While it's usually winter that's described as coming in like a lion, the same allusion could be made when describing the start of Keala Kennelly's summer. After a winter of chasing North Pacific giants at Jaws and Oahu's outer reefs, she kept the big-wave pursuit going with an extended stint at Puerto Escondido. After more than a month down in Mexico we were able to catch up with the hard-charging Kauaian to get her take on what's happening in some of the Pacific's more powerful lineups.
Your latest trip to Puerto, let's talk about it. How'd you go on some of the big days?
I had such a good trip. Puerto is such an amazing place. It's rare that the surf drops below six feet. I ended up using my biggest board most of the time, and even borrowed a bigger board from Timmy Reyes for one of the bigger days. I got a couple bombs -- including an awesome barrel thanks to Coco Nogales.
Any moments that had you wondering why you got yourself into all this?
When I spent 10 minutes in the impact zone tied to my broken board getting pounded by wave after wave, that thought did cross my mind, yes. Also, Noel Robinson drowned three days into my trip and I think that was a big wake-up call for everyone.
Traditionally there's a lot of machismo that accompanies the big barrels of Puerto, we know you can hold your own in that kind of environment, but was the vibe in this lineup any different than other big-wave kind of breaks?
Like anywhere, there is a pecking order. But all those guys respect me and my surfing, so even though it was hard to pick off the better sets, the guys in the water were super encouraging and positive towards me. I was also really stoked on the local Mexican guys. They took me in and made me feel like I was one of the boys. That made me really happy.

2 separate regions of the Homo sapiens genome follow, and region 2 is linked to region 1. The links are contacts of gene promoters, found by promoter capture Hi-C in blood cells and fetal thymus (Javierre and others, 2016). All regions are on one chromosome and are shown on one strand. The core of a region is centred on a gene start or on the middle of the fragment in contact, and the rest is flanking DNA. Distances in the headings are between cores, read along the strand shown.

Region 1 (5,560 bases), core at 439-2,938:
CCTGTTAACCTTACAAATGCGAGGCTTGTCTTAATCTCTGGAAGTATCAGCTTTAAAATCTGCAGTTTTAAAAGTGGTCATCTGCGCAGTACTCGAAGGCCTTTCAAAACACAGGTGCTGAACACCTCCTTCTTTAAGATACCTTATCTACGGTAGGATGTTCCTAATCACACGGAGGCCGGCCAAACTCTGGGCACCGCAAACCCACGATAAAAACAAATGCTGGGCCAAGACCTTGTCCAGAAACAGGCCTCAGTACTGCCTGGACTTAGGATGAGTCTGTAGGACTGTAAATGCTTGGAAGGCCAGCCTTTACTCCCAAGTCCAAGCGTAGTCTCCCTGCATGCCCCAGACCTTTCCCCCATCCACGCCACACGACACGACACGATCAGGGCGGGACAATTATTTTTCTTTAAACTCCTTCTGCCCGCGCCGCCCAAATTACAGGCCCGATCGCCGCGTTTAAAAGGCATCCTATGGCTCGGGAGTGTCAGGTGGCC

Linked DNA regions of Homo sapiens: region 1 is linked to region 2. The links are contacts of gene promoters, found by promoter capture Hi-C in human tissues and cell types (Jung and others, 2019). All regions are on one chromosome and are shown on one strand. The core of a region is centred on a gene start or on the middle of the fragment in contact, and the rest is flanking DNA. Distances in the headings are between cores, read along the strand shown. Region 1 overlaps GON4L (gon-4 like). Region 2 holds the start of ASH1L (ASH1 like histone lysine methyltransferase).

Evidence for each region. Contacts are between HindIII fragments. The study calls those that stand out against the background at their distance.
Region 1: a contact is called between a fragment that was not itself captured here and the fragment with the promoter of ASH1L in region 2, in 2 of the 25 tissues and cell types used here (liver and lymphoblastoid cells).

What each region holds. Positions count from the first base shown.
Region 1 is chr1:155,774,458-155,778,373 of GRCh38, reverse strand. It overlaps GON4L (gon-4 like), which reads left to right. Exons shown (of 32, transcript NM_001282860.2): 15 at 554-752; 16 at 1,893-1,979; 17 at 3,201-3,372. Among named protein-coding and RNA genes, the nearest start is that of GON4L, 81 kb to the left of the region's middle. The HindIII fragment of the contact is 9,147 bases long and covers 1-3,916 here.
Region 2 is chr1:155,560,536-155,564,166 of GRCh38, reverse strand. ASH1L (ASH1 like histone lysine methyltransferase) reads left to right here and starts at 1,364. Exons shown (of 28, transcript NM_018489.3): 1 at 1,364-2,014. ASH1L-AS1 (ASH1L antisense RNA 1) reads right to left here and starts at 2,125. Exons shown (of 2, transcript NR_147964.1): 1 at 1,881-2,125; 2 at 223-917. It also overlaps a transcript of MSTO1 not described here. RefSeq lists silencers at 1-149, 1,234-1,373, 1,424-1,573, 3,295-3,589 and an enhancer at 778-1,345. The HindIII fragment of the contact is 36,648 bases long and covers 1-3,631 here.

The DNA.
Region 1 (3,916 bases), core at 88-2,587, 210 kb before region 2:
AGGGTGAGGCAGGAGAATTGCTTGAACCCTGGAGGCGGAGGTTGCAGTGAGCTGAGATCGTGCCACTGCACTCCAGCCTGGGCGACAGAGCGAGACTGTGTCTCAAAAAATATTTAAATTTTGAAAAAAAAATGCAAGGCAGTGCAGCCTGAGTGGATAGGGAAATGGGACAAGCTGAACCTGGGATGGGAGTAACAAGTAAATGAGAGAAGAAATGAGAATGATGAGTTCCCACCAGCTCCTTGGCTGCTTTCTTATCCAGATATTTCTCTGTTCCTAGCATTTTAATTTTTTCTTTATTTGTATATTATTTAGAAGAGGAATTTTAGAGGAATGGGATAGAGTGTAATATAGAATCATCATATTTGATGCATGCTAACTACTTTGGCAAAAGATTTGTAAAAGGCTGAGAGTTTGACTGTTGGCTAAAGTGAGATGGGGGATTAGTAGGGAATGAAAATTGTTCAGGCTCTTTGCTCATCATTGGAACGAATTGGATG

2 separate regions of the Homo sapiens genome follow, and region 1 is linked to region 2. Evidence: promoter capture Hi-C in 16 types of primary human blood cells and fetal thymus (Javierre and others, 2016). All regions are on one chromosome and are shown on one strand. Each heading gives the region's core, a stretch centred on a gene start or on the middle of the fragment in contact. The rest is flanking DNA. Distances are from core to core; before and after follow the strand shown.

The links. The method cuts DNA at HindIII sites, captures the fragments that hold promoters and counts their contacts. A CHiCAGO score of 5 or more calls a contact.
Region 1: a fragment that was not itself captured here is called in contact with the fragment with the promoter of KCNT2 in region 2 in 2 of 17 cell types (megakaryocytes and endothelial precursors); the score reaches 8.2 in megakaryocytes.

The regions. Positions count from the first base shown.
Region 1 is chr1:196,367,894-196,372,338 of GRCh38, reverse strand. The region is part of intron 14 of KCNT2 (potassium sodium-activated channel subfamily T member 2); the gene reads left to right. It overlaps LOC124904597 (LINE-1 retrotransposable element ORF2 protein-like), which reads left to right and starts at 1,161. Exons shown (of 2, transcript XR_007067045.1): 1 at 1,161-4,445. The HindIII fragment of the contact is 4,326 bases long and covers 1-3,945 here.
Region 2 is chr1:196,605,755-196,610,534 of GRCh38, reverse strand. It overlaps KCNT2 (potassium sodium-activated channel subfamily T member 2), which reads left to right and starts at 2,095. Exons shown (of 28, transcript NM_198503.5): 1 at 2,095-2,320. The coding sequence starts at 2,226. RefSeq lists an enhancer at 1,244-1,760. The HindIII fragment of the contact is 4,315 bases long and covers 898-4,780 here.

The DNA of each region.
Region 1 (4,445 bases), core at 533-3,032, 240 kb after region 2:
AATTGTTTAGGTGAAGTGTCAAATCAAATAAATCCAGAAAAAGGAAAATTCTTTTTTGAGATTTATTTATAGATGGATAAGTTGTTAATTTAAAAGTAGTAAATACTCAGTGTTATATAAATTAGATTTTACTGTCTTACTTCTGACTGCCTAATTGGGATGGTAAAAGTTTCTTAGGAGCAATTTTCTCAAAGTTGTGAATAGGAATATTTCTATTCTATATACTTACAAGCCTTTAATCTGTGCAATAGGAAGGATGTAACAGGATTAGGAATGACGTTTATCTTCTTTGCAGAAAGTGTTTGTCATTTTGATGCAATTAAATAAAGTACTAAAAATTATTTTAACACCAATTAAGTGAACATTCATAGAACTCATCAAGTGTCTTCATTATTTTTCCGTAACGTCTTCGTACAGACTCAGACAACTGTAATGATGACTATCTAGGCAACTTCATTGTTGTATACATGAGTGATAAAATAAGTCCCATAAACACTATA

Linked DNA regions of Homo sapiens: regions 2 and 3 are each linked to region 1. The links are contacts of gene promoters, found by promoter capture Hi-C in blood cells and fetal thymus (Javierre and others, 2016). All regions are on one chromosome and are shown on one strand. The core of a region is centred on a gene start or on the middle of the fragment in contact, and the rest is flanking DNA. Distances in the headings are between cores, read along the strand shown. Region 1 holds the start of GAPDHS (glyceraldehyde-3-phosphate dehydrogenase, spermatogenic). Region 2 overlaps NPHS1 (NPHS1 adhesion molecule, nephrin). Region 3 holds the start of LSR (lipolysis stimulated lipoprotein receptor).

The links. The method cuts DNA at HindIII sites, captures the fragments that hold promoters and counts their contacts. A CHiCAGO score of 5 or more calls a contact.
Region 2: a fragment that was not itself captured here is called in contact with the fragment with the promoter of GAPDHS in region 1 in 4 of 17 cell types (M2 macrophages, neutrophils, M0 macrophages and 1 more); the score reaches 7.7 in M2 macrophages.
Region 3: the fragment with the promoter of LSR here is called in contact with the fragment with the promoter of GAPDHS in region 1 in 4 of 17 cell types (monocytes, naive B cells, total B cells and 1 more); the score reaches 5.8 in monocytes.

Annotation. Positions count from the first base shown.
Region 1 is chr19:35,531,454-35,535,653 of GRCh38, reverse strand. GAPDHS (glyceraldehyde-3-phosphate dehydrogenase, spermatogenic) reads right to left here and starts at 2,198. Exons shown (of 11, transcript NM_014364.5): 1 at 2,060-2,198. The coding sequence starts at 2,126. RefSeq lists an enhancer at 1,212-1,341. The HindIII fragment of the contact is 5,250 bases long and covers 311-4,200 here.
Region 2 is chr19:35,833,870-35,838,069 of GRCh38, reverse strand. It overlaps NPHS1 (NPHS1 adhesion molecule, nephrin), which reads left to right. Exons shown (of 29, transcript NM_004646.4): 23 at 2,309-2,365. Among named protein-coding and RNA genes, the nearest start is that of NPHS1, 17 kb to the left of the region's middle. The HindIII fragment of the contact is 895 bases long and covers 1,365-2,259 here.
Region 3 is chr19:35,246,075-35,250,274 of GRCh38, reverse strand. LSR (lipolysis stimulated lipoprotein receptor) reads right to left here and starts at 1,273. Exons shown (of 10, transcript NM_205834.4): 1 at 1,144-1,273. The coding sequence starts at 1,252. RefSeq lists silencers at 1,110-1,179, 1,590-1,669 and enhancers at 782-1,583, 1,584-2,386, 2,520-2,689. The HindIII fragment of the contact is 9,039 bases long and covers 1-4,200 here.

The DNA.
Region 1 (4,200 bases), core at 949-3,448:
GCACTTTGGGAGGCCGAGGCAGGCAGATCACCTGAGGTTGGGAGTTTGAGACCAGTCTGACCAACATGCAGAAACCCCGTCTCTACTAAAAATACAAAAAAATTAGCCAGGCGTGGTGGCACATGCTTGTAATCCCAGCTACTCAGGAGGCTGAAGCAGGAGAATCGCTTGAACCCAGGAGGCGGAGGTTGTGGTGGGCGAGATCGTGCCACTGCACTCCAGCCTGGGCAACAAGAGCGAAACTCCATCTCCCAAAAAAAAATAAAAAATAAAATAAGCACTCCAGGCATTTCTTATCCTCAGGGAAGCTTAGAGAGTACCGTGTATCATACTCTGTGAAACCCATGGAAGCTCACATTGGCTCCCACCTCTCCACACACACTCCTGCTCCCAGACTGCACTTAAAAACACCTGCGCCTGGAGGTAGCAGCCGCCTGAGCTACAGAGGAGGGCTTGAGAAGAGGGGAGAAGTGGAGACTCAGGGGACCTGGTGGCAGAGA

Moving on, the trend in big-wave surfing has been the return of paddling. What's your take on it?
When you can paddle into a big wave that's always more impressive than if you are whipped in. However, there are some waves -- Teahupoo especially -- that are very top to bottom, very square. I find that those waves are almost impossible to paddle into once they get over a certain height.
What other plans do you have for the summer surf season? Chasing more swells?
Yes. I have a summer wish list that includes: Tahiti, Bali, West Oz and maybe Nicaragua. We'll see how many of those spots I can make it to. I feel like summer is already slipping away so fast.
Besides the surf, what other kind of trouble you been getting yourself into? What's your land act consist of these days?
Not a lot of trouble for me these days. I used to be such the club kid, but I have grown out of that scene. This last week I attended the W.O.W. [Women On Waves] gala at the surf museum in Oceanside. That was a really fun event celebrating women's surfing. A few nights ago I went with a friend to watch a play in Hollywood. Since I've been traveling I've been missing my acting class, so it was nice to be back in that environment for a night.
After everything you've accomplished and all the waves you've ridden, what's next? What's the plan for the next couple of years?
I am really happy doing what I am doing now. Thanks to Billabong for being my biggest supporter through my ever-changing career. I want to continue pushing my surfing, especially in big waves, and continue getting lots of exposure for my sponsors. I love when I open one of the men's surf magazines and I see a surf shot of me there amongst the men -- and not because I am doing a bottom turn in a bikini, but because I have a worthy shot. I also want to push my acting and get passed the fear of rejection that holds me back from really putting myself out there.
Thanks for the time, break a leg.
Thanks, talk to you soon.